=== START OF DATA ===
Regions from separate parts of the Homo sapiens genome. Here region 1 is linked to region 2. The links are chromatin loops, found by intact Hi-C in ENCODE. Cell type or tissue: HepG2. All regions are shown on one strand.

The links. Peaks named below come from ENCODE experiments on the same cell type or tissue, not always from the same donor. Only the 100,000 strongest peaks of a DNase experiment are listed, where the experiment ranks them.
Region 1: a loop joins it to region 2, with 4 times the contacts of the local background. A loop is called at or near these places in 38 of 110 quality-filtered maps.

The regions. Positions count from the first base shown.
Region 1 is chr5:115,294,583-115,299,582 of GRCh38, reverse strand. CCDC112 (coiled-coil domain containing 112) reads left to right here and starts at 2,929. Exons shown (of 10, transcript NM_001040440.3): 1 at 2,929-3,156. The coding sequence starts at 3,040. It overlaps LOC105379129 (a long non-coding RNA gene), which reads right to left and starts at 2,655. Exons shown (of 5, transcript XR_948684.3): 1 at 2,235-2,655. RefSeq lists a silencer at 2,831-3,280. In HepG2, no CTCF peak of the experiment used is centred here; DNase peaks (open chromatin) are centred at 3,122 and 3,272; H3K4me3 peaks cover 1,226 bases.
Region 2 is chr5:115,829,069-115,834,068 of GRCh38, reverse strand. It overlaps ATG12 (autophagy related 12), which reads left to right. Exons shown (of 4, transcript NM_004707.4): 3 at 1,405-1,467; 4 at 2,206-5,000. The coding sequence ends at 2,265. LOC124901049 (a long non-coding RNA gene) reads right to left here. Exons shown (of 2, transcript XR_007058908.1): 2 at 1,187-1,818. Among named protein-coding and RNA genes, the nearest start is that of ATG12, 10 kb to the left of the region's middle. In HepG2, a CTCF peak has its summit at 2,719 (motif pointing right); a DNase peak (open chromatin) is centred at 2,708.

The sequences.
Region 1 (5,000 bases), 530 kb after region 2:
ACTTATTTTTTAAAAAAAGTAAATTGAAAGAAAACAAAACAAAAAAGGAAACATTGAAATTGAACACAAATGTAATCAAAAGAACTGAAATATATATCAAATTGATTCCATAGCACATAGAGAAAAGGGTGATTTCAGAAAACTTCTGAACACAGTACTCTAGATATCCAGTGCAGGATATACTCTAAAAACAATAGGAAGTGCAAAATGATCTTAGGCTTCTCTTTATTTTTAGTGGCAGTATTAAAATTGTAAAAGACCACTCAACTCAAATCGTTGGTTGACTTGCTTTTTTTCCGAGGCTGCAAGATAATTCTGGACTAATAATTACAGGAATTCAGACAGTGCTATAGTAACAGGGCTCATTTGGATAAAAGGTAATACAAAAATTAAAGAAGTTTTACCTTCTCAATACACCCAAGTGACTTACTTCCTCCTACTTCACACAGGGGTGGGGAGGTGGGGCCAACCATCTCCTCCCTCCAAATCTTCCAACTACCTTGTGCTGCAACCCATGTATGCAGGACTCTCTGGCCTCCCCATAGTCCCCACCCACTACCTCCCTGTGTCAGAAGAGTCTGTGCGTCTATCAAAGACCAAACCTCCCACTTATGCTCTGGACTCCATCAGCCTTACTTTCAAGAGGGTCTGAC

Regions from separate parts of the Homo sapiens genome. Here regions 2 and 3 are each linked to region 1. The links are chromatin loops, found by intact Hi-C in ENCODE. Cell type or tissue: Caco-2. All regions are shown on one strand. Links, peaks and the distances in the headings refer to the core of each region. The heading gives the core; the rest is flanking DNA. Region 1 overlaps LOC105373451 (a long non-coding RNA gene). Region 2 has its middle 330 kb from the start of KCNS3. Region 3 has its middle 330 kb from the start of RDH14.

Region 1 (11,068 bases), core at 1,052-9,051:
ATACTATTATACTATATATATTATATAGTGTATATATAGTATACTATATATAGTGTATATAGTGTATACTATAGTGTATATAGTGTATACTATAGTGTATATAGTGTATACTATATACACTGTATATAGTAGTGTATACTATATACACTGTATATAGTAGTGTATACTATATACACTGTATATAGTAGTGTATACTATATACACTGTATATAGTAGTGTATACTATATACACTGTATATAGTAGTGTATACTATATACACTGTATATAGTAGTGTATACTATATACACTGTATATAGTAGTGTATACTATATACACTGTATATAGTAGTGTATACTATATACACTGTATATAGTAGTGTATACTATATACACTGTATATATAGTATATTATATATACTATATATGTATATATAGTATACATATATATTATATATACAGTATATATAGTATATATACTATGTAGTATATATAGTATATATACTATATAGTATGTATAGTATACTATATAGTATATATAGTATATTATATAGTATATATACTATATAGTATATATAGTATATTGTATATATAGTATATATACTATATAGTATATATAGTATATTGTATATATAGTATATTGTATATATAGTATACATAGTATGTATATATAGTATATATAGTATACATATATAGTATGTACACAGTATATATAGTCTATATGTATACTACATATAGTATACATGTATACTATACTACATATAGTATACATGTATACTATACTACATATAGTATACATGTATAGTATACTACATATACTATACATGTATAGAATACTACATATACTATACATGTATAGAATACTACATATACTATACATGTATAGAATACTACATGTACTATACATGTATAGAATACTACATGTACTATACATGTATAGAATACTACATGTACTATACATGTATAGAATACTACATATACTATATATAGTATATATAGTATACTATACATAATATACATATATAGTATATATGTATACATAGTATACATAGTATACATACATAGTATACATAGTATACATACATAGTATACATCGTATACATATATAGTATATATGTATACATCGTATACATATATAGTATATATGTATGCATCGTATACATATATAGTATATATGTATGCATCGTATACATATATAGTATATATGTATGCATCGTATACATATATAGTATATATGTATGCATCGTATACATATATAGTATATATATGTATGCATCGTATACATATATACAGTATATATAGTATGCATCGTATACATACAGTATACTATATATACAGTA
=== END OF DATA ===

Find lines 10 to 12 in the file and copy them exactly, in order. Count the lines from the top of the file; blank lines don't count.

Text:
Regions from separate parts of the Homo sapiens genome. Here regions 2 and 3 are each linked to region 1. The links are chromatin loops, found by intact Hi-C in ENCODE. Cell type or tissue: Caco-2. All regions are shown on one strand. Links, peaks and the distances in the headings refer to the core of each region. The heading gives the core; the rest is flanking DNA. Region 1 overlaps LOC105373451 (a long non-coding RNA gene). Region 2 has its middle 330 kb from the start of KCNS3. Region 3 has its middle 330 kb from the start of RDH14.

Region 1 (11,068 bases), core at 1,052-9,051:
ATACTATTATACTATATATATTATATAGTGTATATATAGTATACTATATATAGTGTATATAGTGTATACTATAGTGTATATAGTGTATACTATAGTGTATATAGTGTATACTATATACACTGTATATAGTAGTGTATACTATATACACTGTATATAGTAGTGTATACTATATACACTGTATATAGTAGTGTATACTATATACACTGTATATAGTAGTGTATACTATATACACTGTATATAGTAGTGTATACTATATACACTGTATATAGTAGTGTATACTATATACACTGTATATAGTAGTGTATACTATATACACTGTATATAGTAGTGTATACTATATACACTGTATATAGTAGTGTATACTATATACACTGTATATATAGTATATTATATATACTATATATGTATATATAGTATACATATATATTATATATACAGTATATATAGTATATATACTATGTAGTATATATAGTATATATACTATATAGTATGTATAGTATACTATATAGTATATATAGTATATTATATAGTATATATACTATATAGTATATATAGTATATTGTATATATAGTATATATACTATATAGTATATATAGTATATTGTATATATAGTATATTGTATATATAGTATACATAGTATGTATATATAGTATATATAGTATACATATATAGTATGTACACAGTATATATAGTCTATATGTATACTACATATAGTATACATGTATACTATACTACATATAGTATACATGTATACTATACTACATATAGTATACATGTATAGTATACTACATATACTATACATGTATAGAATACTACATATACTATACATGTATAGAATACTACATATACTATACATGTATAGAATACTACATGTACTATACATGTATAGAATACTACATGTACTATACATGTATAGAATACTACATGTACTATACATGTATAGAATACTACATATACTATATATAGTATATATAGTATACTATACATAATATACATATATAGTATATATGTATACATAGTATACATAGTATACATACATAGTATACATAGTATACATACATAGTATACATCGTATACATATATAGTATATATGTATACATCGTATACATATATAGTATATATGTATGCATCGTATACATATATAGTATATATGTATGCATCGTATACATATATAGTATATATGTATGCATCGTATACATATATAGTATATATGTATGCATCGTATACATATATAGTATATATATGTATGCATCGTATACATATATACAGTATATATAGTATGCATCGTATACATACAGTATACTATATATACAGTA